You are facing an uphill battle. First, I'd suspect that the camera used originally might not be the best for recording motion. Next, the footage has been compressed to MPEG-2, and probably with little regard to the bit-rate in that compression.
My suggestion would be to down-sample the HD material to SD and do an SD Project completely. That, or just not use that DVD material at all - or maybe only as a PiP in the HD Project.
There is really no way to improve on the SD MPEG-2 material. Much has been lost in its creation process, and only mild corrections, like Levels, Color Correction, and maybe the applicatin of Neat Video Effect (for pay plug-in, or stand-alone) can do anything. Even then, it will not be much and not likely to improve things to a usable level.
Sorry for the bad news. Is going with an all SD Project out of the question?
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What version Premiere Elements??
First with regard to the content in DVD-VIDEO format on the DVD disc....use the free MPEG Streamclip to convert to DV AVI and then bring the DV AVI version into Premiere Elements (project preset in new project dialog = NTSC DV Standard or Widescreen) via its Get Media/Files & Folders.
If your original was in good shape when viewed from the DVD disc with a DVD player, then what you see on the Premiere Elements Timeline after MPEG Streamclip use should be fine.
Now as for combining video formats in the same Premiere Elements project Timeline with a given project preset....NTSC DV Standard or Widescreen is going to have a frame size of 720 x 480 as compared to the final 1920 x 1080 for HDV 1080i30 or AVCHD (Full or non Full) 1080i30. Upscaling can be a major quality issue, but..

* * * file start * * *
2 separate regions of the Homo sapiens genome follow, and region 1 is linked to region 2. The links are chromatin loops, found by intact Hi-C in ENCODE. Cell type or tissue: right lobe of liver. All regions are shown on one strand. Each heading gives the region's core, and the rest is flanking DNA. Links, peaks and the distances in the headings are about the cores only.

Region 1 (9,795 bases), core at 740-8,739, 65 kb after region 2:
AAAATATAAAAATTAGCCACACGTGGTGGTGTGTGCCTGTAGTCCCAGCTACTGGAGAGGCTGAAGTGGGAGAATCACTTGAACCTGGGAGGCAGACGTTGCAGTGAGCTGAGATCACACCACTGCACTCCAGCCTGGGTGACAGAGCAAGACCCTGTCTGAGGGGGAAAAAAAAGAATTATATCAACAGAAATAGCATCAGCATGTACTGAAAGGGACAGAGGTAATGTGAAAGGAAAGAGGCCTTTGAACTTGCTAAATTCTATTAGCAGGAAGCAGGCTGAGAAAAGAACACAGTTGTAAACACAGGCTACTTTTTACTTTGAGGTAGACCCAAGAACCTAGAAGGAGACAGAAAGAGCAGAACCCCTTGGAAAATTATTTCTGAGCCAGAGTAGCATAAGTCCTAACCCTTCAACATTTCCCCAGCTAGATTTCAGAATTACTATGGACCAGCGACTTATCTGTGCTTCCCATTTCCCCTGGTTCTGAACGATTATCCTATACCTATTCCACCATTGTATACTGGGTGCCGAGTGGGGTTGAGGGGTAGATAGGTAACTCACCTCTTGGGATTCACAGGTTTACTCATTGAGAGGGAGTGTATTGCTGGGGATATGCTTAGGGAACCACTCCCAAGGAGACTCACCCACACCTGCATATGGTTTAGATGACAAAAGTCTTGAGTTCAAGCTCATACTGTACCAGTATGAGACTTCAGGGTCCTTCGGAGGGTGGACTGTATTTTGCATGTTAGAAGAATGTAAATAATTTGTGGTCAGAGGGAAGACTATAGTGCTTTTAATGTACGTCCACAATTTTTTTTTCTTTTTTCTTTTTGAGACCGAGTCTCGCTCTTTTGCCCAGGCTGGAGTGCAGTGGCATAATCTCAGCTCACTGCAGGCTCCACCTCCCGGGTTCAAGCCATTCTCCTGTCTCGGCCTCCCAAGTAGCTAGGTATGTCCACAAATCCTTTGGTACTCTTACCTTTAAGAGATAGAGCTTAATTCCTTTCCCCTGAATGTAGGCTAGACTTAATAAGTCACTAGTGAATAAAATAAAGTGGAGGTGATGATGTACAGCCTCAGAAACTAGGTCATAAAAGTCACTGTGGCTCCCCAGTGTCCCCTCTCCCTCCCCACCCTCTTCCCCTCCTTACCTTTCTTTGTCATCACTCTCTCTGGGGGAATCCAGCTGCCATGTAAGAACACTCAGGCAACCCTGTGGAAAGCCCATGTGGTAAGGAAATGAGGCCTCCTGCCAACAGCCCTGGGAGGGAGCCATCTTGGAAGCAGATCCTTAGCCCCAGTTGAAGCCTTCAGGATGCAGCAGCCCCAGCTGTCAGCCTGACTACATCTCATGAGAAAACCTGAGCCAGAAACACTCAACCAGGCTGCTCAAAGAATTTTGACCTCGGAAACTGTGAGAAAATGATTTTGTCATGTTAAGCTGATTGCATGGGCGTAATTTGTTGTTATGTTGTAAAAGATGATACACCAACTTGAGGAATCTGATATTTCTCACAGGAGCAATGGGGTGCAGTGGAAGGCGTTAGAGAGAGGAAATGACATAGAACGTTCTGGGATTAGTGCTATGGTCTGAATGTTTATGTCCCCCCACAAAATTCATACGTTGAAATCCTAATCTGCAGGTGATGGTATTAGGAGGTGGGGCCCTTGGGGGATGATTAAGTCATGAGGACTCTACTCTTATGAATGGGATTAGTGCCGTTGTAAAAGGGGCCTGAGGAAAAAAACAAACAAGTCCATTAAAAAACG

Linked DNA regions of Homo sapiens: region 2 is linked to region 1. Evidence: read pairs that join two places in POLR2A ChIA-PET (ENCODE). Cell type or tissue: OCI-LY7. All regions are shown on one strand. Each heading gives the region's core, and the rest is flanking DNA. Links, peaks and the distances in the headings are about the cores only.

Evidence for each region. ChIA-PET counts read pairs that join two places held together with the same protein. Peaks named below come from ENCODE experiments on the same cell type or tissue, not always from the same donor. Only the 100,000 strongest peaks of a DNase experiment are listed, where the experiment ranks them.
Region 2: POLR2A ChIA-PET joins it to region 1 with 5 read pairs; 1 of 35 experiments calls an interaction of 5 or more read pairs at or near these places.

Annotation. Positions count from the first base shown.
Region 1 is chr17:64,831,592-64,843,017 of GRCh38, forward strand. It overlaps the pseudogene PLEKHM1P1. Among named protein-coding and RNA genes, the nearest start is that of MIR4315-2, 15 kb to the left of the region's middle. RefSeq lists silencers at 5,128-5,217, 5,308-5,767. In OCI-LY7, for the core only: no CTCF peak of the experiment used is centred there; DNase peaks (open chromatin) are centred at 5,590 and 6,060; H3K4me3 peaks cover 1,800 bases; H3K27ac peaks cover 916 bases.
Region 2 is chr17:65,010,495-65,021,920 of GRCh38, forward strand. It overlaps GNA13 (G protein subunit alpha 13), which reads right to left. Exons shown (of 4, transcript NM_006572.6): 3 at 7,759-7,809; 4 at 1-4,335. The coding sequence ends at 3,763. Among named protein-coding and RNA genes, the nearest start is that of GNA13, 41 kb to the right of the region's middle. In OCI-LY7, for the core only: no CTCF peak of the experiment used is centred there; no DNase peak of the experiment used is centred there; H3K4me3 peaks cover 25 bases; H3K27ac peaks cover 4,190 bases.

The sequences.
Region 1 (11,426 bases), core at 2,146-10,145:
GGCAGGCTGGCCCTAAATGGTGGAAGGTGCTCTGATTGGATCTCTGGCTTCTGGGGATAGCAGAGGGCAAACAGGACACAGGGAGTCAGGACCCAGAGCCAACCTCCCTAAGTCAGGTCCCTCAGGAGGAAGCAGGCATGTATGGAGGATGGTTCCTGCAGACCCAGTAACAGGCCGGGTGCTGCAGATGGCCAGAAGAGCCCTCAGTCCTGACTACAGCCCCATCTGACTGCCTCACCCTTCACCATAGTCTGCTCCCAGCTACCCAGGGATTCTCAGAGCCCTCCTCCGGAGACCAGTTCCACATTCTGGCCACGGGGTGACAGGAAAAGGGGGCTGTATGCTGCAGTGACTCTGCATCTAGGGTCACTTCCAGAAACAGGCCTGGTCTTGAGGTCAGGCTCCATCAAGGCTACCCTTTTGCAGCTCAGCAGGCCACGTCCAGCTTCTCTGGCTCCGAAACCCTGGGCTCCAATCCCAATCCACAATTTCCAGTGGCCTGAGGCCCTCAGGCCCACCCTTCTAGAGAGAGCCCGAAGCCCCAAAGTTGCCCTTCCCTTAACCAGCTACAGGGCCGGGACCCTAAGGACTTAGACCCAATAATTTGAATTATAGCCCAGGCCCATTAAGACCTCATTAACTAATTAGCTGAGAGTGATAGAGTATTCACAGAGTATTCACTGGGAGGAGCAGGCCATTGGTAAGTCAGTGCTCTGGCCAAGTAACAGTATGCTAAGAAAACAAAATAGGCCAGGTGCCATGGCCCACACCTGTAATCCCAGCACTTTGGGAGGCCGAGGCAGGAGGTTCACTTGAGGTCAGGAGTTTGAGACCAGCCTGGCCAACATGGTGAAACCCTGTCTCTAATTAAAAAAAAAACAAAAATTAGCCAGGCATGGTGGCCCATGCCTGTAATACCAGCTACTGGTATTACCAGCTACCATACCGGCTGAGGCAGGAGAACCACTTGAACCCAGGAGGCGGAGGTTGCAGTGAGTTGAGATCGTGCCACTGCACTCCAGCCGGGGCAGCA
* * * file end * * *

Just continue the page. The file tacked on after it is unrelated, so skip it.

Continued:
In view of your overall comments, I would suggest that you first make sure that you are working from the best possible source and then try the mixed format Timeline in Premiere Elements and see what you get.
I will give this a try in Premiere Elements 7 later today and report back with first hand observations.
Yes, I DO seem to be having my fair share of challenges since re-emerging and trying to re-start my video projects. Two signifcant changes . . . Prel 7 (what I'm on now, vs I think was version 4 before) and HD (on tape ... vs the DVI, also on tape from before) I think the HD change is what's making this difficult.
So, I tried converting the VOB from DVD using both OJO Soft and also Digital Media Converter Pro 3.0. Could not get StreamClip to work ... removed Quicktime and installed the alternative they recommended.... thing still crashed every time.
The clips placed on std DV timeline were not great. Digital Media Converter Pro seemed to yield a better result that OjoSoft.
I have other issues, and am thinking of shifting back to Std DVI (Widescreen). Will likely post that question on a different thread.
I looked in your situation and have these suggestions for you to try:
1. Convert your DVD-VIDEO formatted content of the DVD disc to DV AVI with MPEG Streamclip as per the link
For now I am assuming best case scenario where you started with a DVD-VIDEO widescreen (16:9) and will end up with a DV AVI 16:9).
2. Open Premiere Elements with a project preset new project dialog NTSC DV Widescreen and import this DV AVI version into the program via its Get Media/Files and Folders. Note the quality. It should be excellent depending on the original on the original DVD disc. Close out of Premiere Elements.